Apple announced last week iOS 14, iPadOS 14, watchOS 7, tvOS 14, and macOS Big Sur during WWDC 2020. This week, Apple’s Jenny Chen and Stephen Tonna were interviewed in the Connected podcast to talk about the new tools available to Apple Pencil users on iPadOS 14.
Jenny Chen is an Apple engineer who works on Apple Pencil projects, while Stephen Tonna is part of Apple’s product marketing team. They joined Federico Viticci, Myke Hurley, and Stephen Hackett to talk about the changes made on iPadOS 14 to enhance the Apple Pencil experience, including the Scribble feature and more.
Chen, who presented a segment of the WWDC 2020 keynote, mentioned how the system is smarter about what users can do with the Apple Pencil. iPadOS 14 can recognize handwritten text, allowing users to select and copy it, in addition to an option that transforms handwritten text into typed text.
She mentioned that the team has created an experience that intelligently ignores the virtual keyboard while using the Apple Pencil, making everything more intuitive.
So that’s something we spent a lot of time refining, I’m sure as you’ve played with scribble, you’ve noticed how the keyboard interacts with it. And so, you know, when you start scribbling, the keyboard doesn’t start popping up, you stay in this scribble experience and there’s that little palette that shows Go and other quick actions that you may need without the keyboard popping out in your face.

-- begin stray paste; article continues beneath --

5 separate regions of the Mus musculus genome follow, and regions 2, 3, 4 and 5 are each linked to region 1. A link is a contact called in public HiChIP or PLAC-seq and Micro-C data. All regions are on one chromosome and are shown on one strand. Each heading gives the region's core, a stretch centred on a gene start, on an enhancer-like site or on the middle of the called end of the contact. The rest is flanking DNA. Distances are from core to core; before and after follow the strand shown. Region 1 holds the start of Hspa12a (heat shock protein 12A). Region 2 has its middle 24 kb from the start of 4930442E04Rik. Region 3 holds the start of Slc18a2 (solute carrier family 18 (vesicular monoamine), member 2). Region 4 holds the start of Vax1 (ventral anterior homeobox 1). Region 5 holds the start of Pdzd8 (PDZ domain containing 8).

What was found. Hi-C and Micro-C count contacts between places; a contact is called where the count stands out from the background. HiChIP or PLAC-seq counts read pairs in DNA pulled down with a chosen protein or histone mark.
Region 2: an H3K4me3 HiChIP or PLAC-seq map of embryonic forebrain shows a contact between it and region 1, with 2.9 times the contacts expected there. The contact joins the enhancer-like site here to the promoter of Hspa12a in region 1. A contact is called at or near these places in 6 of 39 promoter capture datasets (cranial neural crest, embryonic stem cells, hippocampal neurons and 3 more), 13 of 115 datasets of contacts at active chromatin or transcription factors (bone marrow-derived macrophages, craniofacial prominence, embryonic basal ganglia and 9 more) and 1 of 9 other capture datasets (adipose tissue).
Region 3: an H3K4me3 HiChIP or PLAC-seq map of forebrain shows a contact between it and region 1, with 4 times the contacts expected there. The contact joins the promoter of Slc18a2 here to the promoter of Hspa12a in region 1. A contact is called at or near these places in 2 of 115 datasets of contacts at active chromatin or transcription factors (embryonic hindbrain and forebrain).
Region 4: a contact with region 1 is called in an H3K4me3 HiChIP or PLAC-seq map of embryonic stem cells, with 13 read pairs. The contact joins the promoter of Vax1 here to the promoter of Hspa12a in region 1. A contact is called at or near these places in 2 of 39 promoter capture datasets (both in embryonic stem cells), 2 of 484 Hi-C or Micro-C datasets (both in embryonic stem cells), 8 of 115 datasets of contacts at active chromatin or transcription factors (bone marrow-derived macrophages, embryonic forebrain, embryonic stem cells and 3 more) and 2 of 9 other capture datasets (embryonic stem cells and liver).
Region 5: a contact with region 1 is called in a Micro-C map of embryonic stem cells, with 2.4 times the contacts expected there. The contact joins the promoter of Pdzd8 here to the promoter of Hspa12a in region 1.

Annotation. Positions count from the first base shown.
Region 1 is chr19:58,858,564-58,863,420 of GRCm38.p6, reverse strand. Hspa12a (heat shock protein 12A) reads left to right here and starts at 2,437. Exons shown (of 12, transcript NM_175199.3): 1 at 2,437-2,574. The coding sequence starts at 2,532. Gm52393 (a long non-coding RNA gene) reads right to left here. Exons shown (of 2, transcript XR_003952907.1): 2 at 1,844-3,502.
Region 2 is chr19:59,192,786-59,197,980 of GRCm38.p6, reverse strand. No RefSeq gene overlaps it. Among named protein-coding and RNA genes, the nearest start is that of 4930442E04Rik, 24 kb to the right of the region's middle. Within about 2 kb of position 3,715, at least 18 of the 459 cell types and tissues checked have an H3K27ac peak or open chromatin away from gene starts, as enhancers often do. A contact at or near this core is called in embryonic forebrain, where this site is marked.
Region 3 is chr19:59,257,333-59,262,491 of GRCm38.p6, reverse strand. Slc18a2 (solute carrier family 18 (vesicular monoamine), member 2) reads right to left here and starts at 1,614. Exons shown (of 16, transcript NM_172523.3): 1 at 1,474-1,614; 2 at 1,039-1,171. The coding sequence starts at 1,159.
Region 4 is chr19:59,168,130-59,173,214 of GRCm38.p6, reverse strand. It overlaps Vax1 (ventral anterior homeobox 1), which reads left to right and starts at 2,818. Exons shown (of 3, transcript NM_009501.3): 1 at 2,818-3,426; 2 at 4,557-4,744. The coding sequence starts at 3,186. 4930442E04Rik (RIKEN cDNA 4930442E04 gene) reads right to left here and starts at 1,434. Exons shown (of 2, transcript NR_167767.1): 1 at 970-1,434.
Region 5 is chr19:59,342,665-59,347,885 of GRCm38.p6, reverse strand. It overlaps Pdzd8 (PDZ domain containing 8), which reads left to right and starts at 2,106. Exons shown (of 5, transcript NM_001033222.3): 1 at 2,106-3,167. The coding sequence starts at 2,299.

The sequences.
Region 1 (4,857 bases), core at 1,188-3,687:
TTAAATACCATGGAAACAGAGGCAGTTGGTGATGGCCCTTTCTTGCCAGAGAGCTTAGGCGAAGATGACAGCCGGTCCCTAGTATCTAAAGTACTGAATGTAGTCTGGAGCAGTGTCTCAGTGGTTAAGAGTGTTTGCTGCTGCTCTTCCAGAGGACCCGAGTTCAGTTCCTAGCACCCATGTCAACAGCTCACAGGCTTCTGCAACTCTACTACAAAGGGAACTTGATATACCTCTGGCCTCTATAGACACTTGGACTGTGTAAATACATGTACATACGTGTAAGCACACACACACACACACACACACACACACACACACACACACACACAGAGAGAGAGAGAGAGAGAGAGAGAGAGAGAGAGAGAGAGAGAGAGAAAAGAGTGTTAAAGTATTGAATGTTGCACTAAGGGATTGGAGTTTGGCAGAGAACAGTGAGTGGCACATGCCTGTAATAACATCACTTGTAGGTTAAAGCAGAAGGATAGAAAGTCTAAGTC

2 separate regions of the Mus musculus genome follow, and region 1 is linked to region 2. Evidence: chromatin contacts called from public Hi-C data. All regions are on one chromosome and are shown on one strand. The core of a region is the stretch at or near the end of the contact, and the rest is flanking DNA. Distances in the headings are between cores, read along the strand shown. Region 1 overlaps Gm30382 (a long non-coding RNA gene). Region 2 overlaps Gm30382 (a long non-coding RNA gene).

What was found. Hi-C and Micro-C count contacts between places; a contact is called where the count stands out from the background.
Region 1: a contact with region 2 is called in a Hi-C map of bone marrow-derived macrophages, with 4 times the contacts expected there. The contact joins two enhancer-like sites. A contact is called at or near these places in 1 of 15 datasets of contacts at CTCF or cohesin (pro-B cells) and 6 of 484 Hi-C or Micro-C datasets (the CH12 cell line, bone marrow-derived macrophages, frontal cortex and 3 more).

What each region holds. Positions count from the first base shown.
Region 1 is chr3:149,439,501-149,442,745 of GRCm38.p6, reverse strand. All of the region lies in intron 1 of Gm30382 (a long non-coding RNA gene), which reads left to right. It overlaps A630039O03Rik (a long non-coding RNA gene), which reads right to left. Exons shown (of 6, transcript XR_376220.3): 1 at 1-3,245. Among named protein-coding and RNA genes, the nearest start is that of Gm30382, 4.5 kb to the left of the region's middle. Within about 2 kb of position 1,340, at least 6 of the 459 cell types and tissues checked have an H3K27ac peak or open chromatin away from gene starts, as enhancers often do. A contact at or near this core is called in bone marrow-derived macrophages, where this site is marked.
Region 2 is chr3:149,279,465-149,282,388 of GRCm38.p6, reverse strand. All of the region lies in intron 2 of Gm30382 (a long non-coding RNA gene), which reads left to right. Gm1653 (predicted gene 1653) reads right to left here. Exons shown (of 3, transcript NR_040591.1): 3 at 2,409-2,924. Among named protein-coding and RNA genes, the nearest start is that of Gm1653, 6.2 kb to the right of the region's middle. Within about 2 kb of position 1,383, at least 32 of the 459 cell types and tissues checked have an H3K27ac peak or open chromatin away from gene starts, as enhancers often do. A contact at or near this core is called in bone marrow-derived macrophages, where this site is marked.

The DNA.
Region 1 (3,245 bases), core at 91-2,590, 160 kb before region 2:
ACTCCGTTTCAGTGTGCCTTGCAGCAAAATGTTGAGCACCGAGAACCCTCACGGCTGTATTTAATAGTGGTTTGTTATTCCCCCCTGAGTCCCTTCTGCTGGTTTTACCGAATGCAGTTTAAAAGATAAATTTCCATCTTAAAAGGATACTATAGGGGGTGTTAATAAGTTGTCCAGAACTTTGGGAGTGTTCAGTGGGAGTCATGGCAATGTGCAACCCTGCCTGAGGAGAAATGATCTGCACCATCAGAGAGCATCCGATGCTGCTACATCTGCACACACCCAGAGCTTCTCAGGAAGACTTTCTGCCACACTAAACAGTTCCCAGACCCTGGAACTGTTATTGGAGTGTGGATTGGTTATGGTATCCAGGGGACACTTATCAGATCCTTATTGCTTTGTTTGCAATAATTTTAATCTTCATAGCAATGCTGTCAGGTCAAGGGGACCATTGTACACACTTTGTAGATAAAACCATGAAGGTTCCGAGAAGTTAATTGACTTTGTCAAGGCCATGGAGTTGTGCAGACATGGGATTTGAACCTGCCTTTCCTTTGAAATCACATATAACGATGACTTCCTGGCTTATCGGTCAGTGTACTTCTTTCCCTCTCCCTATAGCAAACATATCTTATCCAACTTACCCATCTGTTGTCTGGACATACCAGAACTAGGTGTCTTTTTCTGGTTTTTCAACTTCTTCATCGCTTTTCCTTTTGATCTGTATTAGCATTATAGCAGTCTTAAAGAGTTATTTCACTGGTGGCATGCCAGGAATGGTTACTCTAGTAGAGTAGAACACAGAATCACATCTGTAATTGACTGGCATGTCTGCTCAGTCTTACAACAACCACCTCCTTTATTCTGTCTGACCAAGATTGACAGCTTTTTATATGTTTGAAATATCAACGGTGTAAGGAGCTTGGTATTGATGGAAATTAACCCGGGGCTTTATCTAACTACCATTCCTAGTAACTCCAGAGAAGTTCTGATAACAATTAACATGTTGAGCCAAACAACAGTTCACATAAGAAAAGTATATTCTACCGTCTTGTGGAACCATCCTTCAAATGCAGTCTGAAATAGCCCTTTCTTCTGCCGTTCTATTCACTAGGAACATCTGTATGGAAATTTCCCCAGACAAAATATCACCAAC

Tonna points out that one of the best aspects of iPad is that the user interface does not change for each input method, keeping the experience consistent across touch, keyboard, mouse, and the Apple Pencil.
Actually I think that’s one of the main reasons people buy an iPad. It has this incredible versatility of inputs. It’s arguably the most versatile device we make at Apple. Without changing anything about the UI, and this is genuinely what I love about iPad, I can go with a device that’s touch first, that’s the center of gravity for us. Then I can put in the Magic Keyboard and use the cursor, and then I can use Apple Pencil in that same flow and I never once have to change the way the UI works.
It don’t go for some desktop mode to a touch mode. The OS just knows what I’m doing and it adapts to that. That’s what customers love about iPad.
The full interview brings even more details about the development of iPadOS 14 and the new features designed for the Apple Pencil. You can listen to the full Connected podcast on Relay FM website.
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